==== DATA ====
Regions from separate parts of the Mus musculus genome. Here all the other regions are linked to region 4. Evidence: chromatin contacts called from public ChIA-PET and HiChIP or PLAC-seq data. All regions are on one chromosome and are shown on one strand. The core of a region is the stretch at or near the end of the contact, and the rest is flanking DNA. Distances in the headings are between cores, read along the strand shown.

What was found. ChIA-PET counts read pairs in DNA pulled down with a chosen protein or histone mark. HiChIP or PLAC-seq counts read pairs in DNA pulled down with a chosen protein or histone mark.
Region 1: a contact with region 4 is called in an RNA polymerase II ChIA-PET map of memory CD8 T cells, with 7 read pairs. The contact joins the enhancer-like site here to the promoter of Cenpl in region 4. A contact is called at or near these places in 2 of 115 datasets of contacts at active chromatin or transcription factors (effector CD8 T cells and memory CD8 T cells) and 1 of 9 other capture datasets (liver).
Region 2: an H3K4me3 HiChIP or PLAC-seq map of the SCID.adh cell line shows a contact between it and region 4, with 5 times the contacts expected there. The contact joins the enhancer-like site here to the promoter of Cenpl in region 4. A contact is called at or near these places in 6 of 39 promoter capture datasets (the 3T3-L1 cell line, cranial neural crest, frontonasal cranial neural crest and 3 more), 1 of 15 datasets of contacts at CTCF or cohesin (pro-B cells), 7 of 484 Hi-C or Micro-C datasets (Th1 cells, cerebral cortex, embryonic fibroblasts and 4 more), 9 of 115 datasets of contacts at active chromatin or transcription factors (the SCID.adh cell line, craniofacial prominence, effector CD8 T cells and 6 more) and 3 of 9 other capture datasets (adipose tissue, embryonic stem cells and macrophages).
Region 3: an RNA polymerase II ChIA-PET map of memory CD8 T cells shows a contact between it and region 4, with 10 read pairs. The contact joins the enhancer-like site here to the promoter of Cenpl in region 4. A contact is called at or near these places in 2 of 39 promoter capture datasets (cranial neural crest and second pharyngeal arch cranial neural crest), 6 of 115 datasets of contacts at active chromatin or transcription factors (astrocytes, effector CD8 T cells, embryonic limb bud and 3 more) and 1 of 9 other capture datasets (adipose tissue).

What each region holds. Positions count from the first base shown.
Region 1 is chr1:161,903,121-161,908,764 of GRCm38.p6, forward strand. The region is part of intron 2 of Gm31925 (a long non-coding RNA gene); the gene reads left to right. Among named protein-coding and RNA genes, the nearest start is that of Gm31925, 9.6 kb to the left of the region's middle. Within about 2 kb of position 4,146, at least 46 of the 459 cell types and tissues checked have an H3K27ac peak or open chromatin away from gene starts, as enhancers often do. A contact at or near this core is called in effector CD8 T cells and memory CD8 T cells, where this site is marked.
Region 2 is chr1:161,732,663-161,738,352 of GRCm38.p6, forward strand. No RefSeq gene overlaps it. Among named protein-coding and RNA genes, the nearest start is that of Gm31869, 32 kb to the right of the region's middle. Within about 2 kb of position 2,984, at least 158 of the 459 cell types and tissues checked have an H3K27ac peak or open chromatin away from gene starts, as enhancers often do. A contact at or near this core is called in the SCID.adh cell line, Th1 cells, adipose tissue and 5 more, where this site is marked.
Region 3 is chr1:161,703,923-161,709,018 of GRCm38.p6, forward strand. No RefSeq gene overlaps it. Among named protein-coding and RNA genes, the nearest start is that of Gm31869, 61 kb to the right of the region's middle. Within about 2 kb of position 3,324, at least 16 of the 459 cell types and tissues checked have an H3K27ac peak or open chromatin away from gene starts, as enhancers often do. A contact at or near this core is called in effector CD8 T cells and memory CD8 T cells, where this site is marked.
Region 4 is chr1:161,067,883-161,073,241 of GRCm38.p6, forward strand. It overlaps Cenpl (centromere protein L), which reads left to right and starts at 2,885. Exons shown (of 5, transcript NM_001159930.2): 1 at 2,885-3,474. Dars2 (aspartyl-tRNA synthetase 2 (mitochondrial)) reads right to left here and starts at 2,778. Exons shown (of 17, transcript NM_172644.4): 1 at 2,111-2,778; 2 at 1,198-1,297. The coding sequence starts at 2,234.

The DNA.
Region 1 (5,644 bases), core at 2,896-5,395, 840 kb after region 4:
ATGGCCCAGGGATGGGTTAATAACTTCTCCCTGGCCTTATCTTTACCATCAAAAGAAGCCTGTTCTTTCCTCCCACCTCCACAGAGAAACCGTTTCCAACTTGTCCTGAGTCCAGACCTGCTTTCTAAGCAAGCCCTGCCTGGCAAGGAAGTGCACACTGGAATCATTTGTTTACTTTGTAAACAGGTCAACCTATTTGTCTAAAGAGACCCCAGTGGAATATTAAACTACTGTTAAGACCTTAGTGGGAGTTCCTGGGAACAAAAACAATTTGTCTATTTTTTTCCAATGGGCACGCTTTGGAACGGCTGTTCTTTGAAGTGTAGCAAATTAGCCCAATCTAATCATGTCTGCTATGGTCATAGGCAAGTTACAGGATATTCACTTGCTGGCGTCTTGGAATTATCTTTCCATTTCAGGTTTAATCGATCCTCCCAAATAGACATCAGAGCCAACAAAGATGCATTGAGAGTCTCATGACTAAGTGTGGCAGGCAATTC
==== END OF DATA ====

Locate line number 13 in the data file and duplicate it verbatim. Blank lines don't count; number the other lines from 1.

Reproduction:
ATGGCCCAGGGATGGGTTAATAACTTCTCCCTGGCCTTATCTTTACCATCAAAAGAAGCCTGTTCTTTCCTCCCACCTCCACAGAGAAACCGTTTCCAACTTGTCCTGAGTCCAGACCTGCTTTCTAAGCAAGCCCTGCCTGGCAAGGAAGTGCACACTGGAATCATTTGTTTACTTTGTAAACAGGTCAACCTATTTGTCTAAAGAGACCCCAGTGGAATATTAAACTACTGTTAAGACCTTAGTGGGAGTTCCTGGGAACAAAAACAATTTGTCTATTTTTTTCCAATGGGCACGCTTTGGAACGGCTGTTCTTTGAAGTGTAGCAAATTAGCCCAATCTAATCATGTCTGCTATGGTCATAGGCAAGTTACAGGATATTCACTTGCTGGCGTCTTGGAATTATCTTTCCATTTCAGGTTTAATCGATCCTCCCAAATAGACATCAGAGCCAACAAAGATGCATTGAGAGTCTCATGACTAAGTGTGGCAGGCAATTC